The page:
simplified


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sim·pli·fy

 (sĭm′plə-fī′)
tr.v. sim·pli·fied, sim·pli·fy·ing, sim·pli·fies
To make simple or simpler, as:
a. To reduce in complexity or extent.
b. To reduce to fundamental parts.
c. To make easier to understand.

[French simplifier, from Old French, from Medieval Latin simplificāre : Latin simplus, simple; see simple + Latin -ficāre, -fy.]

sim′pli·fi·ca′tion (-fĭ-kā′shən) n.
sim′pli·fi′er n.

simplified

(ˈsɪmplɪfaɪd)
adj
1. made less complicated, clearer, or easier
2. (Mathematics) maths reduced to a simpler form by cancellation of common factors, regrouping of terms in the same variable, etc
ThesaurusAntonymsRelated WordsSynonymsLegend:
Adj.1.simplified - made easy or uncomplicated
easy - posing no difficulty; requiring little effort; "an easy job"; "an easy problem"; "an easy victory"; "the house is easy to heat"; "satisfied with easy answers"; "took the easy way out of his dilemma"
Translations
مُبَسَّط
zjednodušený
forenklet
egyszerûsítettleegyszerûsített
einfaldaîur
zjednodušený
poenostavljen
basitleştirilmiş

simplified

[ˈsɪmplɪfaɪd] adj [version, account] → simplifié(e)

simplified

adjvereinfacht

simple

(ˈsimpl) adjective
1. not difficult; easy. a simple task.
2. not complicated or involved. The matter is not as simple as you think.
3. not fancy or unusual; plain. a simple dress/design; He leads a very simple life.
4. pure; mere. the simple truth.
5. trusting and easily cheated. She is too simple to see through his lies.
6. weak in the mind; not very intelligent. I'm afraid he's a bit simple, but he's good with animals.
ˈsimpleton (-tən) noun
a foolish person.
simplicity (simˈplisəti) noun
the state of being simple. The beauty of this idea is its simplicity; He answered with a child's simplicity.
ˌsimplifiˈcation noun
1. the process of making simpler.
2. something made simpler; a simpler form. The Americans have made some simplifications in English spelling.
ˈsimplified adjective
made less difficult or complicated. simplified language/tasks.
ˈsimplify (-plifai) verb
to make simpler. Can you simplify your language a little?
ˈsimply adverb
1. only. I do it simply for the money.
2. absolutely. simply beautiful.
3. in a simple manner. She was always very simply dressed.
ˌsimple-ˈminded adjective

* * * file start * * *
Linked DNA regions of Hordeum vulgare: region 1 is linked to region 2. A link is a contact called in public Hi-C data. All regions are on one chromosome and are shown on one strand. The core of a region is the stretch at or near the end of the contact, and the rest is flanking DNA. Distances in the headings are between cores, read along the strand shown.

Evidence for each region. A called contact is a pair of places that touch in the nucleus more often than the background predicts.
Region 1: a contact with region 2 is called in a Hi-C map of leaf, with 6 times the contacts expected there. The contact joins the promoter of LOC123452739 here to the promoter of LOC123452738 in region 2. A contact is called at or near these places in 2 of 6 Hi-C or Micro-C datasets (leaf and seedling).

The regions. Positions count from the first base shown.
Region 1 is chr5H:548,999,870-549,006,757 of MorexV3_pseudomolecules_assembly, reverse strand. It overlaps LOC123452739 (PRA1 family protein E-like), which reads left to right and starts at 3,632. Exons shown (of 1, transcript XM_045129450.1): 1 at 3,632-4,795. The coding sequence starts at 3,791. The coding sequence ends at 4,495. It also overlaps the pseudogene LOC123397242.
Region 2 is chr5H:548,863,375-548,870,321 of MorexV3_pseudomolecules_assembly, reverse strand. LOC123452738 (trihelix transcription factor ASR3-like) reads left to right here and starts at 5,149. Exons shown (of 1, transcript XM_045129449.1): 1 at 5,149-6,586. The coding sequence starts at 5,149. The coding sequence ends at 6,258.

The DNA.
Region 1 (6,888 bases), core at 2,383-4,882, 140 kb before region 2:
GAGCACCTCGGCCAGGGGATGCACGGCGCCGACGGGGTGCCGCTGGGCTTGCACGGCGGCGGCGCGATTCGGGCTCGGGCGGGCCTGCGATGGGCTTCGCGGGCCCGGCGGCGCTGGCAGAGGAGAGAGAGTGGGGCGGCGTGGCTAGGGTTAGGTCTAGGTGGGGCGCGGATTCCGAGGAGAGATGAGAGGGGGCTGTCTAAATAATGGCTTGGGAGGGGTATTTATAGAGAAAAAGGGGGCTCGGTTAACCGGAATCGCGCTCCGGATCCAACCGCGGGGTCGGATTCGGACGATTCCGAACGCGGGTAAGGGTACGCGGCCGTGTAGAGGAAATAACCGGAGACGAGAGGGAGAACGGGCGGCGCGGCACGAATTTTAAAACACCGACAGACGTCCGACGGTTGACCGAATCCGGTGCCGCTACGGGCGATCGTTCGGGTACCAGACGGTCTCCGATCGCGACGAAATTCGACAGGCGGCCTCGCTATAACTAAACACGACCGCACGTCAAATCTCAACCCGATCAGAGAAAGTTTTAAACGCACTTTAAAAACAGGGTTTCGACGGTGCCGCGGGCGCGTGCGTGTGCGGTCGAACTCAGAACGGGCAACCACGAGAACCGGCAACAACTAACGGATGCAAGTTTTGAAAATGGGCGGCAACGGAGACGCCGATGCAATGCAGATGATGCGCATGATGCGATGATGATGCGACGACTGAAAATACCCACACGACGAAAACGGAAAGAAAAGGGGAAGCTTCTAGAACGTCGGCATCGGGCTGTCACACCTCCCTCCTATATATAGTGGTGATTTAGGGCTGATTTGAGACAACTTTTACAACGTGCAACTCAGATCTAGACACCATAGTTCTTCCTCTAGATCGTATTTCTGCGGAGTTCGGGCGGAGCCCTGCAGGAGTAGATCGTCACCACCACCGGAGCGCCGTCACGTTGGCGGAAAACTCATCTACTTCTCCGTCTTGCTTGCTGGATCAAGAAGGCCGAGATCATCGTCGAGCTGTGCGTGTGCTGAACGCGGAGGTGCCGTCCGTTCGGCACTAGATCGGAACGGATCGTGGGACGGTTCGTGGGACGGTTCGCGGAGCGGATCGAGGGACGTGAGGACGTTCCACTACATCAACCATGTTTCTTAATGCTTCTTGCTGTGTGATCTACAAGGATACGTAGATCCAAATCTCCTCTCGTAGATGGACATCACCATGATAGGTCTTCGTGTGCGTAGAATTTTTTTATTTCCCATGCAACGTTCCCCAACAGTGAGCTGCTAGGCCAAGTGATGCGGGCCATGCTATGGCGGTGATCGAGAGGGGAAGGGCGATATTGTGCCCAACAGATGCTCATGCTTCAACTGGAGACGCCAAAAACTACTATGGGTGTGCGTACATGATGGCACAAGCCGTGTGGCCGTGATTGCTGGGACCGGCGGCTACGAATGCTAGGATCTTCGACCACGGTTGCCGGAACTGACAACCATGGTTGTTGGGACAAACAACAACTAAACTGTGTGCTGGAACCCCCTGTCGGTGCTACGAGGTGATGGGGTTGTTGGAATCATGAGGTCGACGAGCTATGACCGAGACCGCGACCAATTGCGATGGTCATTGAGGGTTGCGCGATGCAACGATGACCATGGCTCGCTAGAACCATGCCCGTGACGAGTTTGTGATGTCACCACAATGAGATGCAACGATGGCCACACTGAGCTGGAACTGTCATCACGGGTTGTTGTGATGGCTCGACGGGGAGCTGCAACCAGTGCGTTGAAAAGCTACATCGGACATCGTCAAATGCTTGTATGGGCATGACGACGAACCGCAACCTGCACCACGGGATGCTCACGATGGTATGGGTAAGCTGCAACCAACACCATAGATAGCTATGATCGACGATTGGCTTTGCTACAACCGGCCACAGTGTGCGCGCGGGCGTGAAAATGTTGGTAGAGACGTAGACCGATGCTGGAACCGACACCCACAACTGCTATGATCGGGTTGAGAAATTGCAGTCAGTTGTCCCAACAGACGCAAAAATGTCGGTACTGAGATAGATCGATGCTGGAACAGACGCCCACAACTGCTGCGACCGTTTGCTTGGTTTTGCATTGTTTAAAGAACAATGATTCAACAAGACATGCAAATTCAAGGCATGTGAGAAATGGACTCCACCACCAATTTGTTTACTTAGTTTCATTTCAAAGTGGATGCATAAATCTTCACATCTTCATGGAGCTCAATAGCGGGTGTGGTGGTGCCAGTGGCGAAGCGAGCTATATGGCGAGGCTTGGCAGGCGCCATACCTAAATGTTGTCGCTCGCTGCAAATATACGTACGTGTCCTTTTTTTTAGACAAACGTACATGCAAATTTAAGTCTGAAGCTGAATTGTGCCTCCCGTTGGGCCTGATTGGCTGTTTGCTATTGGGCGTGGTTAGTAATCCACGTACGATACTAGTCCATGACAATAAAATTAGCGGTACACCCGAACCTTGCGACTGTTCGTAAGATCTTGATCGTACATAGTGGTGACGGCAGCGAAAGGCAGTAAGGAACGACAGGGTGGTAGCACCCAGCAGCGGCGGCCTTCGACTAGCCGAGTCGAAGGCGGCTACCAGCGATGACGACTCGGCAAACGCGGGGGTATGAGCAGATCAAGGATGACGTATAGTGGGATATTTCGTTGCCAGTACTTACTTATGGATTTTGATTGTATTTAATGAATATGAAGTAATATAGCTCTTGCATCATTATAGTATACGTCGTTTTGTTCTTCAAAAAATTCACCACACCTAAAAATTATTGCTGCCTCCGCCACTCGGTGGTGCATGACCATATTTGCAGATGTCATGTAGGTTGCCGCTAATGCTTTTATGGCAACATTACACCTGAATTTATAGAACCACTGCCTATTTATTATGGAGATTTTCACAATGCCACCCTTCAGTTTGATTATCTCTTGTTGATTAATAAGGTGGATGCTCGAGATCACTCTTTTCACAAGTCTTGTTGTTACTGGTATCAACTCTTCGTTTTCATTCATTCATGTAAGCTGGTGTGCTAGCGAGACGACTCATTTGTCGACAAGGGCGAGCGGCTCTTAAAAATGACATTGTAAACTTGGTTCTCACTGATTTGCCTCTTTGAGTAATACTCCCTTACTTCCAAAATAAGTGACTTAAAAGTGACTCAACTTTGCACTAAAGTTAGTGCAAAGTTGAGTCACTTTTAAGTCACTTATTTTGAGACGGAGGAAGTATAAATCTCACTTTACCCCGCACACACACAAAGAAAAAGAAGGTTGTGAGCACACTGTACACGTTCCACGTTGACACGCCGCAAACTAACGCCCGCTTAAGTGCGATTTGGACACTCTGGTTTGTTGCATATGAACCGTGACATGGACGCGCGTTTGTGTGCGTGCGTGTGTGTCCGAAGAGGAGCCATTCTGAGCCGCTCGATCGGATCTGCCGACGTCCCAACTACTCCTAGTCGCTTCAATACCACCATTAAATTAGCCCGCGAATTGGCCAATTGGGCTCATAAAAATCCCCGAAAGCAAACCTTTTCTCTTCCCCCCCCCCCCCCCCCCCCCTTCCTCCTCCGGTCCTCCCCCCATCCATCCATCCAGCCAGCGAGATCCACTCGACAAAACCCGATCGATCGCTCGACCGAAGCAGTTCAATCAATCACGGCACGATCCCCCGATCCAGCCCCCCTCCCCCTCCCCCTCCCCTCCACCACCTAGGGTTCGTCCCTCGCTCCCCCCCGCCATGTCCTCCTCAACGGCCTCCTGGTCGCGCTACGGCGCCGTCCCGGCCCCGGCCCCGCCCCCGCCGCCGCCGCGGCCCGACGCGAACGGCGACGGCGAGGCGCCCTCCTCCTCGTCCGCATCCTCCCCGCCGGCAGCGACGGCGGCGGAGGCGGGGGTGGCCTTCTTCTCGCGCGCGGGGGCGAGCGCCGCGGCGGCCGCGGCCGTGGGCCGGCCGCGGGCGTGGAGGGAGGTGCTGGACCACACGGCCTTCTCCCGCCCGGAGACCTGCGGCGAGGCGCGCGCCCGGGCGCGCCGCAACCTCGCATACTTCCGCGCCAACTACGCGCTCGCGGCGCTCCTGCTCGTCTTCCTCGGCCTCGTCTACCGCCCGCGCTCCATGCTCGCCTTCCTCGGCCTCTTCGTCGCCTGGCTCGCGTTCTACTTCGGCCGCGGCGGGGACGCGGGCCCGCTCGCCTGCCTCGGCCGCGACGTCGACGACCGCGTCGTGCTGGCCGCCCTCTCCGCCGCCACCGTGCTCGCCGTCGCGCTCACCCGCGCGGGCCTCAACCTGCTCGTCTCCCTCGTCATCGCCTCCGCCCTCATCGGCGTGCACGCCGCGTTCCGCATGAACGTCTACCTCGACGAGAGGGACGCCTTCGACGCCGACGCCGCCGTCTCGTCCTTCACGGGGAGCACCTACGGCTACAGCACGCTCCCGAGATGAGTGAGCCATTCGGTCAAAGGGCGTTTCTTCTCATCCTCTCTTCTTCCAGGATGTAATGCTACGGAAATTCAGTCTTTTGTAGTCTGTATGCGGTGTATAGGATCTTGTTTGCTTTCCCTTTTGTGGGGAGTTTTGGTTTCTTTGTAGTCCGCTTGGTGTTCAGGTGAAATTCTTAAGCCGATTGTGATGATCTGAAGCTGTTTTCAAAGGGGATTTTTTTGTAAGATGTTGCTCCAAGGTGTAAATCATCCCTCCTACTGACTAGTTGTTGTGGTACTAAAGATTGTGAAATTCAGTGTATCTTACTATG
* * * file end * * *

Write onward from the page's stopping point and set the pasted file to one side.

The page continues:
of low intelligence; stupid.
ˌsimple-ˈmindedness noun
References in classic literature ?
They stood out strengthened and simplified now, like the image of the plough against the sun.
My position was simple enough, plain enough; how could it ever be simplified more?
Thus restrained and simplified, it sounded more credible: I felt as I went on that Miss Temple fully believed me.
It might have simplified my office very much, if I had known it before.
Our epoch, the epoch of the bourgeoisie, possesses, however, this distinctive feature: it has simplified the class antagonisms: Society as a whole is more and more splitting up into two great hostile camps, into two great classes, directly facing each other: Bourgeoisie and Proletariat.
That touched him extremely, and he thought it simplified his situation until he found it did not.
Simplified like the death-mask of a handsome face, it perhaps produced for her just then an effect akin to the stir of an expression in the "set" commemorative plaster.
In this case the matter was simplified by Brunton's intelligence being quite first-rate, so that it was unnecessary to make any allowance for the personal equation, as the astronomers have dubbed it.
We are camped near Temnin-el-Foka--a name which the boys have simplified a good deal, for the sake of convenience in spelling.
He did not see her in the body; he seemed curiously to see her as a shape of light, the light itself; he seemed, simplified and exhausted as he was, to be like one of those lost birds fascinated by the lighthouse and held to the glass by the splendor of the blaze.
That is the well-beneficed point of view, you perceive, from which difficulties are much simplified," he ended, smiling.
Our clothes were mended, turned, and darned to the utmost verge of decency; our food, always plain, was now simplified to an unprecedented degree--except my father's favourite dishes; our coals and candles were painfully economized--the pair of candles reduced to one, and that most sparingly used; the coals carefully husbanded in the half-empty grate: especially when my father was out on his parish duties, or confined to bed through illness--then we sat with our feet on the fender, scraping the perishing embers together from time to time, and occasionally adding a slight scattering of the dust and fragments of coal, just to keep them alive.

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